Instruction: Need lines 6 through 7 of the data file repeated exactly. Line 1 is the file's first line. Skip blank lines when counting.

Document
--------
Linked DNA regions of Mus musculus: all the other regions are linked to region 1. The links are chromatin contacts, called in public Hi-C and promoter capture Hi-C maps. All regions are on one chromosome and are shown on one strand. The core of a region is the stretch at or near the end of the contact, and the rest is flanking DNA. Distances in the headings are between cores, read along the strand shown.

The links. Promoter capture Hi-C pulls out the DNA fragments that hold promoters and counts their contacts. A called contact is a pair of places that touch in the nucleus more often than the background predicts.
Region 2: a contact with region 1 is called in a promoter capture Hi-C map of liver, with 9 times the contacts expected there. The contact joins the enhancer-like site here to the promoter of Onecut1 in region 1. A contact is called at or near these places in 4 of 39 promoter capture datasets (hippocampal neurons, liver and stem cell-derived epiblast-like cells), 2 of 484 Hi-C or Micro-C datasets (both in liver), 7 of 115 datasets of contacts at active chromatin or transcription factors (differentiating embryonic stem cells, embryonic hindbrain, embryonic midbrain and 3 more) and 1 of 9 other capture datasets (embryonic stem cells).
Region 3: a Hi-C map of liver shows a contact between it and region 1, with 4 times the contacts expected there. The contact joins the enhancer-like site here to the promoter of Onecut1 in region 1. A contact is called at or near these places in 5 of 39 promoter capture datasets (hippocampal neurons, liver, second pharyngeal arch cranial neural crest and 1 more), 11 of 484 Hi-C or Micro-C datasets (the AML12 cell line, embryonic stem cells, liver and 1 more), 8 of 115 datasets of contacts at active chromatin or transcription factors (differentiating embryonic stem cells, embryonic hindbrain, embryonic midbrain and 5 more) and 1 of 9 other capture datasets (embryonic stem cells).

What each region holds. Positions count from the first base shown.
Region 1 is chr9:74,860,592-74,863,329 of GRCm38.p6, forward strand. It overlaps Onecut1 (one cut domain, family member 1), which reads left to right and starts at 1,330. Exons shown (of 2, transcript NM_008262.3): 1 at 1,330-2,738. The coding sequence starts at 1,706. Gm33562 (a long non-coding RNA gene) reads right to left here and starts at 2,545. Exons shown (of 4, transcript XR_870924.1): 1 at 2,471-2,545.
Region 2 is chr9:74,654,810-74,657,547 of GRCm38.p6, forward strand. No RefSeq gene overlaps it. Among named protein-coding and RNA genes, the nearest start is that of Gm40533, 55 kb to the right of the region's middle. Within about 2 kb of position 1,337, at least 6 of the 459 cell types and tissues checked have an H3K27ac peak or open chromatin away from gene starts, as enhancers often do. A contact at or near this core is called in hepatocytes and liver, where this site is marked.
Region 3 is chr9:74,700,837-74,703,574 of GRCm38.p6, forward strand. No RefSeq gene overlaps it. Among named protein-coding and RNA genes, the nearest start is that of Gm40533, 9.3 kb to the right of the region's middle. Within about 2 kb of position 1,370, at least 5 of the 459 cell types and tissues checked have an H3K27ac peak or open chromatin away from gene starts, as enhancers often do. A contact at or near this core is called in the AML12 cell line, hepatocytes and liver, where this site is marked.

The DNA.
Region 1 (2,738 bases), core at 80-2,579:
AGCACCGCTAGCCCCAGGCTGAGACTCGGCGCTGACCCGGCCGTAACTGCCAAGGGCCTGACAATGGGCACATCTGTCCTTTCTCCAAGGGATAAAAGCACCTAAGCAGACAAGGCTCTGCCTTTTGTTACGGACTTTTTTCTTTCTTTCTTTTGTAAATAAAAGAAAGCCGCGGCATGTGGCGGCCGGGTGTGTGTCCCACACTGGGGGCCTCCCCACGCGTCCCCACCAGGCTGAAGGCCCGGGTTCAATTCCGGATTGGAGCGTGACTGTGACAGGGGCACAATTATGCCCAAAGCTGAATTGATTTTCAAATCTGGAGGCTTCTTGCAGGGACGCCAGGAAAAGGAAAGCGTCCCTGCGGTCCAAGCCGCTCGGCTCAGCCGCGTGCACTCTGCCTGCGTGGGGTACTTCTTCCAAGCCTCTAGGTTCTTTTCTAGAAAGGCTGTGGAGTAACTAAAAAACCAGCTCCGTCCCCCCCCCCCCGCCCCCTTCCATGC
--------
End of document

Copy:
Region 1 is chr9:74,860,592-74,863,329 of GRCm38.p6, forward strand. It overlaps Onecut1 (one cut domain, family member 1), which reads left to right and starts at 1,330. Exons shown (of 2, transcript NM_008262.3): 1 at 1,330-2,738. The coding sequence starts at 1,706. Gm33562 (a long non-coding RNA gene) reads right to left here and starts at 2,545. Exons shown (of 4, transcript XR_870924.1): 1 at 2,471-2,545.
Region 2 is chr9:74,654,810-74,657,547 of GRCm38.p6, forward strand. No RefSeq gene overlaps it. Among named protein-coding and RNA genes, the nearest start is that of Gm40533, 55 kb to the right of the region's middle. Within about 2 kb of position 1,337, at least 6 of the 459 cell types and tissues checked have an H3K27ac peak or open chromatin away from gene starts, as enhancers often do. A contact at or near this core is called in hepatocytes and liver, where this site is marked.